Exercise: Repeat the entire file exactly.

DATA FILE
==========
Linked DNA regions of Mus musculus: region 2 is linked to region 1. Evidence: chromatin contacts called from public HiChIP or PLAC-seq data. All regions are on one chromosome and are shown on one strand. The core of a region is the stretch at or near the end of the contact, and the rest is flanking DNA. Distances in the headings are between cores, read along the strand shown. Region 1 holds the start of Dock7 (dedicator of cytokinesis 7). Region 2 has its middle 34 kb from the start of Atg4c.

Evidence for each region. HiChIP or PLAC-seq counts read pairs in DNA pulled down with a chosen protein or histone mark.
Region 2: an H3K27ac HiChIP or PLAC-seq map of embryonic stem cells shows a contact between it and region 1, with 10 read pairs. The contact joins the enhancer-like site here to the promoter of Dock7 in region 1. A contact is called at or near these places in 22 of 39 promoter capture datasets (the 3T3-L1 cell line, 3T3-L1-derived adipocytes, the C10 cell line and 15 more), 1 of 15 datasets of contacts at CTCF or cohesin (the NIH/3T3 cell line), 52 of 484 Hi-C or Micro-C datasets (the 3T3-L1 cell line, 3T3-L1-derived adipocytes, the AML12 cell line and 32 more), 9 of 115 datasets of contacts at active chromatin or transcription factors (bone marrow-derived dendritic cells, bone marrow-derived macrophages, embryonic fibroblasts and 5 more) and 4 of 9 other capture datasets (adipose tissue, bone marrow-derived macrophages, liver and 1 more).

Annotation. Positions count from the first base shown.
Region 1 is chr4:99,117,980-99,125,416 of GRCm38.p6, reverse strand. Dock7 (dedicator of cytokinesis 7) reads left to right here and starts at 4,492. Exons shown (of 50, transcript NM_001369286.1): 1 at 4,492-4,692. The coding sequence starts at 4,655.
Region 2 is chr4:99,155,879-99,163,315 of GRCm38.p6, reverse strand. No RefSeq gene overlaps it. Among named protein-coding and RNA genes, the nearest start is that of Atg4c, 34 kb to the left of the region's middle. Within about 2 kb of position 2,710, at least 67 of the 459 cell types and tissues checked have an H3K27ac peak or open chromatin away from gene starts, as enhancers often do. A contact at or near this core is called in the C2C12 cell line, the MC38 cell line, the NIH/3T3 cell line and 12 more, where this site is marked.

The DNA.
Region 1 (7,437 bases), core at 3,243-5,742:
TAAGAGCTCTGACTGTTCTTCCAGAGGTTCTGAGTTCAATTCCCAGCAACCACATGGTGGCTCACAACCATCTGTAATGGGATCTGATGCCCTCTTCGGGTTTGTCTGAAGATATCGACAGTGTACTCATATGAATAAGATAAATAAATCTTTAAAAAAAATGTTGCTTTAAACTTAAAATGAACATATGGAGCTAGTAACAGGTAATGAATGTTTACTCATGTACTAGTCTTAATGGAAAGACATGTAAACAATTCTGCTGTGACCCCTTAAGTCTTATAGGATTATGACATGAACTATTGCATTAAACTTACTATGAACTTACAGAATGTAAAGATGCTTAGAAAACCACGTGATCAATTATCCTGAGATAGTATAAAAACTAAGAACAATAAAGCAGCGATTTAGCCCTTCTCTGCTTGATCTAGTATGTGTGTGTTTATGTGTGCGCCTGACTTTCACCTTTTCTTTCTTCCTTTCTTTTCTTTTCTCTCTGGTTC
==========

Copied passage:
Linked DNA regions of Mus musculus: region 2 is linked to region 1. Evidence: chromatin contacts called from public HiChIP or PLAC-seq data. All regions are on one chromosome and are shown on one strand. The core of a region is the stretch at or near the end of the contact, and the rest is flanking DNA. Distances in the headings are between cores, read along the strand shown. Region 1 holds the start of Dock7 (dedicator of cytokinesis 7). Region 2 has its middle 34 kb from the start of Atg4c.

Evidence for each region. HiChIP or PLAC-seq counts read pairs in DNA pulled down with a chosen protein or histone mark.
Region 2: an H3K27ac HiChIP or PLAC-seq map of embryonic stem cells shows a contact between it and region 1, with 10 read pairs. The contact joins the enhancer-like site here to the promoter of Dock7 in region 1. A contact is called at or near these places in 22 of 39 promoter capture datasets (the 3T3-L1 cell line, 3T3-L1-derived adipocytes, the C10 cell line and 15 more), 1 of 15 datasets of contacts at CTCF or cohesin (the NIH/3T3 cell line), 52 of 484 Hi-C or Micro-C datasets (the 3T3-L1 cell line, 3T3-L1-derived adipocytes, the AML12 cell line and 32 more), 9 of 115 datasets of contacts at active chromatin or transcription factors (bone marrow-derived dendritic cells, bone marrow-derived macrophages, embryonic fibroblasts and 5 more) and 4 of 9 other capture datasets (adipose tissue, bone marrow-derived macrophages, liver and 1 more).

Annotation. Positions count from the first base shown.
Region 1 is chr4:99,117,980-99,125,416 of GRCm38.p6, reverse strand. Dock7 (dedicator of cytokinesis 7) reads left to right here and starts at 4,492. Exons shown (of 50, transcript NM_001369286.1): 1 at 4,492-4,692. The coding sequence starts at 4,655.
Region 2 is chr4:99,155,879-99,163,315 of GRCm38.p6, reverse strand. No RefSeq gene overlaps it. Among named protein-coding and RNA genes, the nearest start is that of Atg4c, 34 kb to the left of the region's middle. Within about 2 kb of position 2,710, at least 67 of the 459 cell types and tissues checked have an H3K27ac peak or open chromatin away from gene starts, as enhancers often do. A contact at or near this core is called in the C2C12 cell line, the MC38 cell line, the NIH/3T3 cell line and 12 more, where this site is marked.

The DNA.
Region 1 (7,437 bases), core at 3,243-5,742:
TAAGAGCTCTGACTGTTCTTCCAGAGGTTCTGAGTTCAATTCCCAGCAACCACATGGTGGCTCACAACCATCTGTAATGGGATCTGATGCCCTCTTCGGGTTTGTCTGAAGATATCGACAGTGTACTCATATGAATAAGATAAATAAATCTTTAAAAAAAATGTTGCTTTAAACTTAAAATGAACATATGGAGCTAGTAACAGGTAATGAATGTTTACTCATGTACTAGTCTTAATGGAAAGACATGTAAACAATTCTGCTGTGACCCCTTAAGTCTTATAGGATTATGACATGAACTATTGCATTAAACTTACTATGAACTTACAGAATGTAAAGATGCTTAGAAAACCACGTGATCAATTATCCTGAGATAGTATAAAAACTAAGAACAATAAAGCAGCGATTTAGCCCTTCTCTGCTTGATCTAGTATGTGTGTGTTTATGTGTGCGCCTGACTTTCACCTTTTCTTTCTTCCTTTCTTTTCTTTTCTCTCTGGTTC